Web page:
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Fake Rolexes: buyers beware!

Rights-holders are facing a daunting battle against counterfeit goods. In 2012 alone, the EU Customs detained 40 million fakes, worth millions.

The new EU Anti-Piracy Regulation, in force as of January 1, 2014, offers an effective first-line defence against fake goods and greater protection than its predecessor, entrusting EU Customs with extended powers to detain infringing products at EU borders. Rights-holders can request EU Customs to proactively stop fake goods at the EU borders via a ‘Community Application for Action’. EU Customs may also detain or suspend the release of in-transit goods on the basis of reasonable indications of infringement of intellectual property rights, and whenever they have suspicions that such goods may be destined for the EU market.

As a second-line defence against counterfeit goods, rights-holders are entitled to initiate proceedings for the determination that their intellectual property rights have been infringed and for the destruction of the infringing goods. Counterfeit goods do not enter the EU only in containers but often as mail shipments. A recent judgment delivered by the Court of Justice of the European Union establishes that EU Customs may seize fakes upon their arrival in the EU even when they are purchased on the internet.

Fake goods bought over the internet that originate from outside the EU can be seized and destroyed by member states’ Customs upon their arrival

The main proceedings started when a Danish citizen bought a watch incorporating the trademark Rolex. The purchase was made through a website located in China. The watch was sent by mail from Hong Kong to Denmark, where it was detained by the Danish Customs. After it was established that the watch was a fake, Rolex requested its destruction. The consumer refused to surrender the article for eventual destruction, arguing that the purchase was lawful. Rolex instituted legal action against him before the Danish courts. Although it was accepted that the Dane had not acted contrary to the Danish trademark and copyrights laws because he had bought the watch for personal use, the Court of First Instance found in favour of Rolex endorsing the right of Danish Customs authorities to detain and eventually destroy the fake, pursuant to EU law.

The Dane appealed and the Court of Appeal requested a preliminary ruling from the Court in Luxembourg.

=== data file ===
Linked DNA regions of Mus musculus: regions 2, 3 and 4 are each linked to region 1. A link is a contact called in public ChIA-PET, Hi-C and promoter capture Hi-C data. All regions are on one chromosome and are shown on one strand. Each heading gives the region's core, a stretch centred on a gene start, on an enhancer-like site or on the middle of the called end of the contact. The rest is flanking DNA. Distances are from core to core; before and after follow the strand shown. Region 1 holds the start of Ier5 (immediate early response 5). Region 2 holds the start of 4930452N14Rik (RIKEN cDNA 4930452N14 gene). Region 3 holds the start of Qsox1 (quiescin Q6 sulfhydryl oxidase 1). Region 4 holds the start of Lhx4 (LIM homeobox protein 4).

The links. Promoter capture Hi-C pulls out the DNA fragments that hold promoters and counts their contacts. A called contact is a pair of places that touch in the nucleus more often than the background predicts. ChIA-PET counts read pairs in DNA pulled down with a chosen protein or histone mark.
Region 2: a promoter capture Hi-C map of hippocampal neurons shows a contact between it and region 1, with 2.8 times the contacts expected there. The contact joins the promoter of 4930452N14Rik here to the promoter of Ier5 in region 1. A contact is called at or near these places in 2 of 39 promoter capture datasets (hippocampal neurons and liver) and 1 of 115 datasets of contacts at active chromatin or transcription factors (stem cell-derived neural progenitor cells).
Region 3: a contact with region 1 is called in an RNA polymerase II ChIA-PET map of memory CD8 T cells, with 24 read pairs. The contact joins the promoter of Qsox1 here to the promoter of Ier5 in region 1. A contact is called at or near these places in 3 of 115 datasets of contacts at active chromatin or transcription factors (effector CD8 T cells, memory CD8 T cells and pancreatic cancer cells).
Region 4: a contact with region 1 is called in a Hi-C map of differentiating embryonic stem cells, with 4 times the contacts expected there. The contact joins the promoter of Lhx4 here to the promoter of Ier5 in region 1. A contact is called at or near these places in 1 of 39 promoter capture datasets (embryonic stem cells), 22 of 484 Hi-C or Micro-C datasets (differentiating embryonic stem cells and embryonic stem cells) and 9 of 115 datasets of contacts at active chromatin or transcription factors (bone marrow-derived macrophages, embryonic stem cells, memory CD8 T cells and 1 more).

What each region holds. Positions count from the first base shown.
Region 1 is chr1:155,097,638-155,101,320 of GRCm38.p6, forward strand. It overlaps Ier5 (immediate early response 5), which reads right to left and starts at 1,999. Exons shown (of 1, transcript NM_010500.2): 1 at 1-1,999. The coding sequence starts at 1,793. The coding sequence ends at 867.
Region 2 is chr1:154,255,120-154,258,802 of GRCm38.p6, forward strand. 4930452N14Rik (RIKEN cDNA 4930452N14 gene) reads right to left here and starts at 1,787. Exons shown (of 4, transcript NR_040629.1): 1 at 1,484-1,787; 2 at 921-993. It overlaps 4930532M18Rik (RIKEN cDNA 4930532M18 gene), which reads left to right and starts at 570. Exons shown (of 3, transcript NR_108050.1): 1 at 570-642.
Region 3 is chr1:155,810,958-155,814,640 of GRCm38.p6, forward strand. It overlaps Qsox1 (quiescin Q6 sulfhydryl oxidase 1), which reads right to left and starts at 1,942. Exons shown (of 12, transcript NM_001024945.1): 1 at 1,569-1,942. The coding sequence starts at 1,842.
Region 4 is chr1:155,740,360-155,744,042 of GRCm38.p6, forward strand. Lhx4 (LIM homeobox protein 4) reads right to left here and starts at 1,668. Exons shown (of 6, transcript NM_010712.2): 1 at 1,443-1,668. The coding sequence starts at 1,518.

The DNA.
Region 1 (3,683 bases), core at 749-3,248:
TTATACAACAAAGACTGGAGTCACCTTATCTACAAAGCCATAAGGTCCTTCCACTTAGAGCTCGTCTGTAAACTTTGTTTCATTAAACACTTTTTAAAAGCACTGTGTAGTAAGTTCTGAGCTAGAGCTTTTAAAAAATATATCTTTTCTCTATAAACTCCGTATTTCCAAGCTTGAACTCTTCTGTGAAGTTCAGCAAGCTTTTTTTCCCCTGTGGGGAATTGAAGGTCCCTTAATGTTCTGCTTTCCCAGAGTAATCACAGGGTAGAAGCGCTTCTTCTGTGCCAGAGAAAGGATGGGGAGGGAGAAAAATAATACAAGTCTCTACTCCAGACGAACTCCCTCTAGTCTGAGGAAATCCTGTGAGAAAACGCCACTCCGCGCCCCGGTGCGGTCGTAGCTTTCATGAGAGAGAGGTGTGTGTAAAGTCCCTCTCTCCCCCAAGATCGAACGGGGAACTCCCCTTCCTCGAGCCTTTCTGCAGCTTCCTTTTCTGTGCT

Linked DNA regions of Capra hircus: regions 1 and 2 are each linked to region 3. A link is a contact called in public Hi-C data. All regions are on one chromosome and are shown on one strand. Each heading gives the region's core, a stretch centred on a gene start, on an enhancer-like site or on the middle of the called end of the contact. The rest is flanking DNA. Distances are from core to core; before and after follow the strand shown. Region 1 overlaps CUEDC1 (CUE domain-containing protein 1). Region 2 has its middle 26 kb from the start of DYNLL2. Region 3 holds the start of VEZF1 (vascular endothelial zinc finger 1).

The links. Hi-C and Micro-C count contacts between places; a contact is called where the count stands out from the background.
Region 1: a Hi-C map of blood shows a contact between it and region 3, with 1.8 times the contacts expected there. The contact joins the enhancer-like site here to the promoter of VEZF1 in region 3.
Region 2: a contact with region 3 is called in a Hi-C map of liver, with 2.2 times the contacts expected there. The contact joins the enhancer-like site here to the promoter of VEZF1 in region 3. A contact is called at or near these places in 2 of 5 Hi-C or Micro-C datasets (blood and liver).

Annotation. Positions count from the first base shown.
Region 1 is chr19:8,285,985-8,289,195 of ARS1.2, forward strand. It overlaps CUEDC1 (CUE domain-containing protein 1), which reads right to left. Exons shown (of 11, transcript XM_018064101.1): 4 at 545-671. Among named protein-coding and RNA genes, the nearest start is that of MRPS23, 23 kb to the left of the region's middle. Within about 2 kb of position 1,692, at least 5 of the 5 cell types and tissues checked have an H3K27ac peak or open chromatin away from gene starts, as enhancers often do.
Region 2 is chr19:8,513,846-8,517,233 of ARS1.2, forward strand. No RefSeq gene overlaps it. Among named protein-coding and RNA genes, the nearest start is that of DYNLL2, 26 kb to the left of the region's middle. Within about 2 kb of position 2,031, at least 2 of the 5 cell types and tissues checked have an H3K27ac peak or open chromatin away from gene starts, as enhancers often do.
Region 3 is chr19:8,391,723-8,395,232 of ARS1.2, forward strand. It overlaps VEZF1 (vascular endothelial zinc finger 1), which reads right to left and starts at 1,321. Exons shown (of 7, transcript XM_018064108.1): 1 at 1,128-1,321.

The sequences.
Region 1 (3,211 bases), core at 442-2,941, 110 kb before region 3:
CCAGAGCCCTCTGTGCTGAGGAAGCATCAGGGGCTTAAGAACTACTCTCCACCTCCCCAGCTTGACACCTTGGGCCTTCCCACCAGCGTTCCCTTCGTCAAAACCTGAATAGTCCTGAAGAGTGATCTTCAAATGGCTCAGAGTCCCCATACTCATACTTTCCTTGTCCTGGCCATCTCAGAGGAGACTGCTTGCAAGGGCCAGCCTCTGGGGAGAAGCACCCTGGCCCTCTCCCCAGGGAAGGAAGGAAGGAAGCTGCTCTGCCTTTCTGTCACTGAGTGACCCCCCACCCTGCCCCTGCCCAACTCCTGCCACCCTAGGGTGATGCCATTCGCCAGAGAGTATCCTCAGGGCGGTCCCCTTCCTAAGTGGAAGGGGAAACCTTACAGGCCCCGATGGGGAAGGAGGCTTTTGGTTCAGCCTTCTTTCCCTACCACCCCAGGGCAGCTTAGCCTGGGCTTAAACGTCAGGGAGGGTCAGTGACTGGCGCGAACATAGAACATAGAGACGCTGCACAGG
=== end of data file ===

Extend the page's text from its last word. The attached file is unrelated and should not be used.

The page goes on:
The EU Court ruled in favour of Rolex, confirming that the holder of an intellectual property right is entitled to prohibit a third party from using, without its consent, a sign identical with that trademark when that use is in the course of trade, is in relation to goods or services which are identical with, or similar to, those for which that trademark is registered. Furthermore, under the copyright directive, an exclusive right is conferred on authors to authorise any form of distribution to the public by sale or otherwise of the original or copies of their works. Such distribution to the public is considered proven where a sale has been concluded followed by a dispatch of the item sold.

The Luxembourg Court concluded in its judgment that Customs were empowered to detain the watch, even though it was purchased on an online sales website in a non-EU member state that was not specifically aimed at Denmark or at the European Union. Although the watch had not been subject of a prior offer for sale or advertising targeting EU consumers, the fact that the watch was brought into the territory of the EU was sufficient for Customs to act.

Therefore, as long as it is proved or it could be presumed that the final destination of the counterfeits is EU territory, the seizure by Customs authorities will be justified. On the other hand, the Court confirmed that the mere fact that a website is accessible from the territory covered by the trademark is not a sufficient basis for concluding that the offers for sale displayed there are targeted at consumers in that territory.

It is sufficiently clear now that fake goods bought over the internet that originate from outside the EU can be seized and destroyed by member states’ Customs upon their arrival. Although it remains to be seen how courts in other member states will apply this judgment, the Court of Justice gives useful guidance for rights-holders in their fight against counterfeit goods coming into the EU marketplace, and addresses the increasing online sales of counterfeit goods to consumers in the EU.

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